Disaster often strikes when least expected, so it's important for nonprofits to have relief effort plans in place well before they're needed. There are a few simple steps to ensure you and your organization are ready to spring into action.
Emergency and disaster situations are stressful and overwhelming, but launching a digital fundraising campaign for relief efforts doesn’t have to be. All you need are a few templates, a point person, and a plan to inform your network - from donors to volunteers to employees - about relief efforts, donation or volunteer opportunities, available resources, etc. Here are five steps you can take now to be ready when disaster strikes.
One of the easiest things you can do is have templates in place that can easily be edited for any situation. You should have both text and image templates for social media posts, email blasts, blog posts, website pop ups, and text messages.
Make sure each template is branded for your organization and includes text placeholders that can be filled in with event-specific information (landing page URL, #hashtag, etc.).
Bonus tip: Create a donation landing page template and link to it in every text, email, blog post, social post, etc.
Designate a Point Person
Emergency situations can cause panic, so it’s crucial to designate a point person who’s calm and has strong decision making skills. While this person doesn’t have to implement every strategy on their own, they should be able to delegate appropriately and make sure the campaign is launched in a timely manner.
Bonus tip: Designate a back-up person, just in case.
Set a Timeline
In any emergency or disaster situation, every second counts. Once you have your templates created, your point person (and back up) should have a timeline in place for when each tool will be utilized. The biggest reach with the least amount of effort is texting, followed by email. These two tools should be first on your ‘hit list’, followed by social media posts on every active network (i.e. Facebook, Twitter, Instagram, YouTube, etc.). Mobilizing your donors and volunteers immediately following a disaster is key. They’ll see your organization as an expert resource and turn to you for information and updates.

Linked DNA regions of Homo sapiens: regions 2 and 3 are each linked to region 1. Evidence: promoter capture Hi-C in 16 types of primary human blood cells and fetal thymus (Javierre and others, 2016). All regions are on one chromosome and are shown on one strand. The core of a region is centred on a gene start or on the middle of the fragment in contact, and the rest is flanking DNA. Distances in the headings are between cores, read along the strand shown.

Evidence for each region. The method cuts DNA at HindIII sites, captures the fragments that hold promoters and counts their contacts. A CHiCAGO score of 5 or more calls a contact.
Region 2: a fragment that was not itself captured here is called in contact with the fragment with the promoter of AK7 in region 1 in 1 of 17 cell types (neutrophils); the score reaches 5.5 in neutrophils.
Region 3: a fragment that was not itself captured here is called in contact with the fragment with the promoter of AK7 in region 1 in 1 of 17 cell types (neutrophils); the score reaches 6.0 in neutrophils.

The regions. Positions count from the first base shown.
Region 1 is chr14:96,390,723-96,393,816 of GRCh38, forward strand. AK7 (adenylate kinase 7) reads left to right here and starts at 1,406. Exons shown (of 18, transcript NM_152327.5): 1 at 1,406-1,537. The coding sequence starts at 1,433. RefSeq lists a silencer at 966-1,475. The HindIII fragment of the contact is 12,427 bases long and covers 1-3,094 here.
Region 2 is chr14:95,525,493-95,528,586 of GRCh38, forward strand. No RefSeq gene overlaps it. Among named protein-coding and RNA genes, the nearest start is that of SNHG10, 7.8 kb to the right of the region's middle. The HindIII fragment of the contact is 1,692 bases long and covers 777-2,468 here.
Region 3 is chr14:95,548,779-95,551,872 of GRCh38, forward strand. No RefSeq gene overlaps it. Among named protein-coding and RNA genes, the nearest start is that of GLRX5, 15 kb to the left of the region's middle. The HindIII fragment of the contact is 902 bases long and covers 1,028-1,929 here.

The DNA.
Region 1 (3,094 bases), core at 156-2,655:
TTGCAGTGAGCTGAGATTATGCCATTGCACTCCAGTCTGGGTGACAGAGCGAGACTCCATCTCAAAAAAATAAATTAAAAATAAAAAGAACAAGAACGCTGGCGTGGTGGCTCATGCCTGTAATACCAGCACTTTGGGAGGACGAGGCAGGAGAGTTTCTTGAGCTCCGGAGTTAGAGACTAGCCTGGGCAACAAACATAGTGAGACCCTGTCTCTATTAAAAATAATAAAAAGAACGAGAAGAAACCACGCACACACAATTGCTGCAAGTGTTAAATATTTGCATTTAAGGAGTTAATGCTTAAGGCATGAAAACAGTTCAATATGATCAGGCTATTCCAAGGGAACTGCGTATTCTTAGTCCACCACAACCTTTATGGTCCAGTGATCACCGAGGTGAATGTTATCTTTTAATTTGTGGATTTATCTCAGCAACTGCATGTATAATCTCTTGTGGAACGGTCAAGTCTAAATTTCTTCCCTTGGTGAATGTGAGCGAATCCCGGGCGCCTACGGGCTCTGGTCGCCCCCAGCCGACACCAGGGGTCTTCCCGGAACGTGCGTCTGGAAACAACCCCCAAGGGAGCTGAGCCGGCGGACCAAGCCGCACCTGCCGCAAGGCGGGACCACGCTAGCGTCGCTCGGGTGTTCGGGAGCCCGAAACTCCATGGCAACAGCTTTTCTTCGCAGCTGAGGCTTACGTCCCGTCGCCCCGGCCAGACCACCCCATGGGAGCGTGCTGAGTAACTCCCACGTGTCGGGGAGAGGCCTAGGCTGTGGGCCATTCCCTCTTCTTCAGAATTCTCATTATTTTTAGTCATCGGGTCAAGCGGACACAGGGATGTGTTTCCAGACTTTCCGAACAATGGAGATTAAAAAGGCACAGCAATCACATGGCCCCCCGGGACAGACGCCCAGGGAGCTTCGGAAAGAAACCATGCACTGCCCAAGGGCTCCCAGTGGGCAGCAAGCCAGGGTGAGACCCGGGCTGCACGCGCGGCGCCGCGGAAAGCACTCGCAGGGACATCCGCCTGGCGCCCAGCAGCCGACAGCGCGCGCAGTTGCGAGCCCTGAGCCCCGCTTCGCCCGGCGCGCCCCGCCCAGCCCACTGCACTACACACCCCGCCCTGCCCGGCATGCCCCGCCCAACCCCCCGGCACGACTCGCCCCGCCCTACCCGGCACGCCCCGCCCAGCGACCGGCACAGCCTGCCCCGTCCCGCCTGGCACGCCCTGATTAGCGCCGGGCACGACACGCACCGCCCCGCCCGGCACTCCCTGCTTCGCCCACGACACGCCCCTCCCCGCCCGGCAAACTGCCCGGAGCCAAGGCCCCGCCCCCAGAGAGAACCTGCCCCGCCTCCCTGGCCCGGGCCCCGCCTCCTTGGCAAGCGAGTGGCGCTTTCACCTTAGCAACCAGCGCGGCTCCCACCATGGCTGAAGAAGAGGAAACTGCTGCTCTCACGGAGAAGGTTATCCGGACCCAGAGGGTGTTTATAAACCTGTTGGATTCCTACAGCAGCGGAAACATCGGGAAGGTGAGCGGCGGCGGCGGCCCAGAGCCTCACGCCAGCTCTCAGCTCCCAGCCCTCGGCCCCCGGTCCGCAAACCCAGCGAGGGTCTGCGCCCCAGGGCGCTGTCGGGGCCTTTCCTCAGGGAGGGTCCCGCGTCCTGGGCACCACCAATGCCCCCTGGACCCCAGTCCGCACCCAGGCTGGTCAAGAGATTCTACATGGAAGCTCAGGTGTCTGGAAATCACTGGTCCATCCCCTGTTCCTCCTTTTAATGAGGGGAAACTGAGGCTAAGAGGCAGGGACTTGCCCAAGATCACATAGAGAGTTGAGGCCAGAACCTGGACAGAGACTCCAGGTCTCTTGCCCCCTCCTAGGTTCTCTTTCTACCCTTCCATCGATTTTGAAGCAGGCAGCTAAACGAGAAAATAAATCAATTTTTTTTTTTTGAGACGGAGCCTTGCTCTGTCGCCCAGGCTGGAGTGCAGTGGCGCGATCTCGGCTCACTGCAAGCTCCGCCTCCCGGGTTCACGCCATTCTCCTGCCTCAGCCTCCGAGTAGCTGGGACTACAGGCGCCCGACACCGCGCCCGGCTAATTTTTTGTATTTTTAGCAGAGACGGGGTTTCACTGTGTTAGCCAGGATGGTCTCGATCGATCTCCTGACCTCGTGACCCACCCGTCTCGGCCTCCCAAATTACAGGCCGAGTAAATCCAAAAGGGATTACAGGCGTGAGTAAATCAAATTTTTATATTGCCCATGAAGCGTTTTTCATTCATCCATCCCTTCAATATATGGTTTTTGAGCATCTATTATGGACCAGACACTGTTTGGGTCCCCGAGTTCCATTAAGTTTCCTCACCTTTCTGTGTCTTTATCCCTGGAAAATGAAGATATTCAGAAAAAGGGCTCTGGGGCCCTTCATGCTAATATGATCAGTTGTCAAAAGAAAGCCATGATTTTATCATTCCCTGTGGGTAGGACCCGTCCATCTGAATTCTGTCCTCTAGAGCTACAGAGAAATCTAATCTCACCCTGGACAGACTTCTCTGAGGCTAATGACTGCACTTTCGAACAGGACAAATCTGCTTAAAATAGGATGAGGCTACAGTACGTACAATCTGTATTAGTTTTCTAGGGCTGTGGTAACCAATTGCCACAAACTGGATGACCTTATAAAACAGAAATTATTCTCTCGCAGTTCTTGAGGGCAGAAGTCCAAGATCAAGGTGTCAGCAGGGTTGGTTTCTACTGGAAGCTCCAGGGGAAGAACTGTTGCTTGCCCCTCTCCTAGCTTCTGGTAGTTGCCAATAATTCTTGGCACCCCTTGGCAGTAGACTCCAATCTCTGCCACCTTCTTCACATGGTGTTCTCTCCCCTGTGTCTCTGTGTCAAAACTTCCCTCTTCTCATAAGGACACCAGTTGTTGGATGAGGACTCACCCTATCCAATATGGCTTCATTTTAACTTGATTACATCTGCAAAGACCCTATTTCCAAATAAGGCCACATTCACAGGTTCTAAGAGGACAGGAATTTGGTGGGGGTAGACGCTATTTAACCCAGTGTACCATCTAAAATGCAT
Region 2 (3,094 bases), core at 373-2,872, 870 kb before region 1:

Once your initial push is done and you have the attention of your network, it’s time to focus on creating your blog post, website pop up, and follow-up emails, texts, and social posts.
Test Your Team
Have you ever seen that episode of Parks and Recreation where the Indiana Department of Preparedness comes to Pawnee to test the city’s emergency response?
Conducting a similar test in your organization will help you find weak spots, production roadblocks, etc. and refine the process until it’s seamless. Emergency response is hardly seamless in real life, but practicing and internalizing the process can reduce friction when disaster strikes.
Bonus tip: Do a quarterly or biannual emergency drill if you can. This will keep the process fresh on everyone’s mind and help train any new staff or volunteers.
Offer Free Resources
Not only is it important for your organization to be ready for disaster, but it’s important for members of your community to be ready. Whether you create your own resources or simply provide links to something already created, you can help people in your community feel more prepared. Here are a few examples:
- Family Emergency Plan (Source: American Red Cross)
- Pet Emergency Kit Checklist (Source: New Leash on Life)
- Home Evacuation Checklist (Source: HouseLogic.com)
- Emergency Preparedness Kit Checklist (Source: C-10 Research & Education Foundation)
Whatever the emergency, there’s a checklist or planning guide out there.
Nonprofits Are Crucial To Disaster Relief
While FEMA and other government organizations provide disaster relief, there’s only so much they can do, especially on a small scale. Being prepared to mobilize your community of donors and volunteers to help at a local level is invaluable to the people affected by disaster. Create your templates, designate your point person, make a timeline, test your team, offer resources, and be there for those in need.
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